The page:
I was recently asked to deliver a training course on agile architecture. Although the materials were provided for the course by a third party, it soon became clear to me that they did not meet the client’s specific needs around understanding exactly what agile architecture involves. Indeed, there seems to be a broader issue, judging by the lack of explicit material published in this area. There wasn’t even a Wikipedia page until I began to create one as part of the course (please contribute to it!)
Why is agile architecture a difficult topic to teach? It seems that there are parts of the Agile Manifesto that are problematic for the architect. While the manifesto rates processes, tools, documentation and planning as less important than agile features such as interactions, working software and responding to change, those traditional components are at the heart of architecture, particularly in large scale systems. Further complicating the question are the different layers or levels of architecture, from the Enterprise Architect with a broad review of organisational systems, to the System Architect working on specific domains and services with software development teams.
The general consensus appears to be that the job of an architect is to do ‘just enough’ architecture at each stage of an agile project, but the difficulty is in defining what is ‘just enough’. Of course there is always an implicit architecture in a system, embedded in the code, and to some extent this can be serviced by techniques such as applying coding standards and using annotations. Another way of looking at architecture in an agile context is to see it as a collection of fragments, recorded as part of user stories. Stories that need to take account of architectural elements would include architectural fragments as part of the conversation around the story card. A more centralised view of architecture can be captured in the C4 model; Context, Component, Container and Class, that can be used to get a high level decomposed view of the most important aspects of a system.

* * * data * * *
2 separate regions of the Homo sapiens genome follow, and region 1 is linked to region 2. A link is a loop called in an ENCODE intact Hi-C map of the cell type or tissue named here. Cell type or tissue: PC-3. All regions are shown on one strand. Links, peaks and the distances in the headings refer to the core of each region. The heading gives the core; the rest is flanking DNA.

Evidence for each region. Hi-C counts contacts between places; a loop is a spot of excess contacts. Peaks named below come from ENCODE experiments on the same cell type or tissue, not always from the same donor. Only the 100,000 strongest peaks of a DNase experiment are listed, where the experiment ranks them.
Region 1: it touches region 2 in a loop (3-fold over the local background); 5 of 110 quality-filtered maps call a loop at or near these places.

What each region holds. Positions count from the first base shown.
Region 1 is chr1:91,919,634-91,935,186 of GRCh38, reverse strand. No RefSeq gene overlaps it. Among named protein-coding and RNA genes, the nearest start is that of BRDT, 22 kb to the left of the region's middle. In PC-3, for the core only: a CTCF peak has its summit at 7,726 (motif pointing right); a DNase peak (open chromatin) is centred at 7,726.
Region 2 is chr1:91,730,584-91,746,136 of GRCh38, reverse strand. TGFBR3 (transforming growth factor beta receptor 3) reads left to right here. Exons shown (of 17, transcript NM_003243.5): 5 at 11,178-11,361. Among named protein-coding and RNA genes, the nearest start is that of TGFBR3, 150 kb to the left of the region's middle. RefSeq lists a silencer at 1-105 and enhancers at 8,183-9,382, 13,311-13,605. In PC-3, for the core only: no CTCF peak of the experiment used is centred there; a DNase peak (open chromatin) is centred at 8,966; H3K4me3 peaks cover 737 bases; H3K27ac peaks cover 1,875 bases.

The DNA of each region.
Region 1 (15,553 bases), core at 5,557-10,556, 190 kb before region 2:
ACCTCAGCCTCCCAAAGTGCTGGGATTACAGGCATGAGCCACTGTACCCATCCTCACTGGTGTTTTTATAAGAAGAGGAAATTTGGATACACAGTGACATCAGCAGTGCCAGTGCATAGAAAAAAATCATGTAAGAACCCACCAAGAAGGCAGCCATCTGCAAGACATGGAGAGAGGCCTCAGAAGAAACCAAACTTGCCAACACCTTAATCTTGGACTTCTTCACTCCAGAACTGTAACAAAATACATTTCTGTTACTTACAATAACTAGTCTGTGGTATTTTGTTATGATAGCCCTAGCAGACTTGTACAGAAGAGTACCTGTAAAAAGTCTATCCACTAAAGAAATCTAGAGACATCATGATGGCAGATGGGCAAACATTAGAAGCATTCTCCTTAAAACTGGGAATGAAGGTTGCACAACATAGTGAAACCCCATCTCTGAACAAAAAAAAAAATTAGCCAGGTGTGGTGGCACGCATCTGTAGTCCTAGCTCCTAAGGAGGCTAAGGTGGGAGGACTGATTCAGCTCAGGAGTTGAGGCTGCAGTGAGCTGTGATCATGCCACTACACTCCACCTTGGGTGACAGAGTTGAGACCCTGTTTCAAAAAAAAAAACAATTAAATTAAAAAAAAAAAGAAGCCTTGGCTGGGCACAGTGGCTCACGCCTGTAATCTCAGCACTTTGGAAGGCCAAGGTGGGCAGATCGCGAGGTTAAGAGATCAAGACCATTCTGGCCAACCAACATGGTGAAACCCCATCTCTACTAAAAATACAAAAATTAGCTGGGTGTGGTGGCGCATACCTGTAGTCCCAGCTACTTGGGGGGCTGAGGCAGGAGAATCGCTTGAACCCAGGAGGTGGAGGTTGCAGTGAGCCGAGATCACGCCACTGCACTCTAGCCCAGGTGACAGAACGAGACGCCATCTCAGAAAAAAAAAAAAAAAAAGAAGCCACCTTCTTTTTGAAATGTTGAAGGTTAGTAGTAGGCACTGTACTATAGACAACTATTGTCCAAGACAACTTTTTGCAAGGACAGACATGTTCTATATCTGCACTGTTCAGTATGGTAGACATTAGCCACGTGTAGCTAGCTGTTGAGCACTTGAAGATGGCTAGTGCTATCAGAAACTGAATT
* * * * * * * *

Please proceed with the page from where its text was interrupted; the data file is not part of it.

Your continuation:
Martin Fowler talks about architecture as being the things that are hard to change, and also discusses the idea that one job of an architect is to identify ways in which things that are hard to change are made easier to change, so that the whole process of developing an architecture can be more agile. One example of this would be to incrementally evolve a database schema, rather than believing it necessary to specify the schema early in a project.
One of the areas that seems to be important is the distinction between architecture as a noun, which relates to the elements of architecture that are explicitly documented outside of code, and architecture as a verb, meaning the role of the architect, which is much more about communication and supporting the development team. The role of the architect might be seen as a combination of transformational leadership, providing a vision and being a role model, and the more traditional agile style of servant leadership, enabling teams to perform.
So, what is the key job of an agile architect? Primarily it is to ensure that all stakeholders share the same vision, a vision that might be captured in a dynamic set of requirements and a set of models that may only be recorded informally, continually redrawn on whiteboards in discussions with stakeholders and teams, and continue to evolve with a constant eye on pushing critical decisions back as late as possible by, for example, exploring multiple architectures in parallel, and using tools and approaches that allow decisions to be reversed to, in effect, ’embrace change’ in the common mantra of agile development.
It seems that there is still a conversation to be had about exactly what it means to be an agile software architect, and perhaps the metaphor is the problem. A number of practitioners have questioned whether the concept of architecture relates closely to what we do in software development. One suggestion is that the role of city planner is a better metaphor than architect. This certainly resonates with the idea that city planning is a wicked problem, and that the challenges of designing large scale software systems share the same wicked characteristics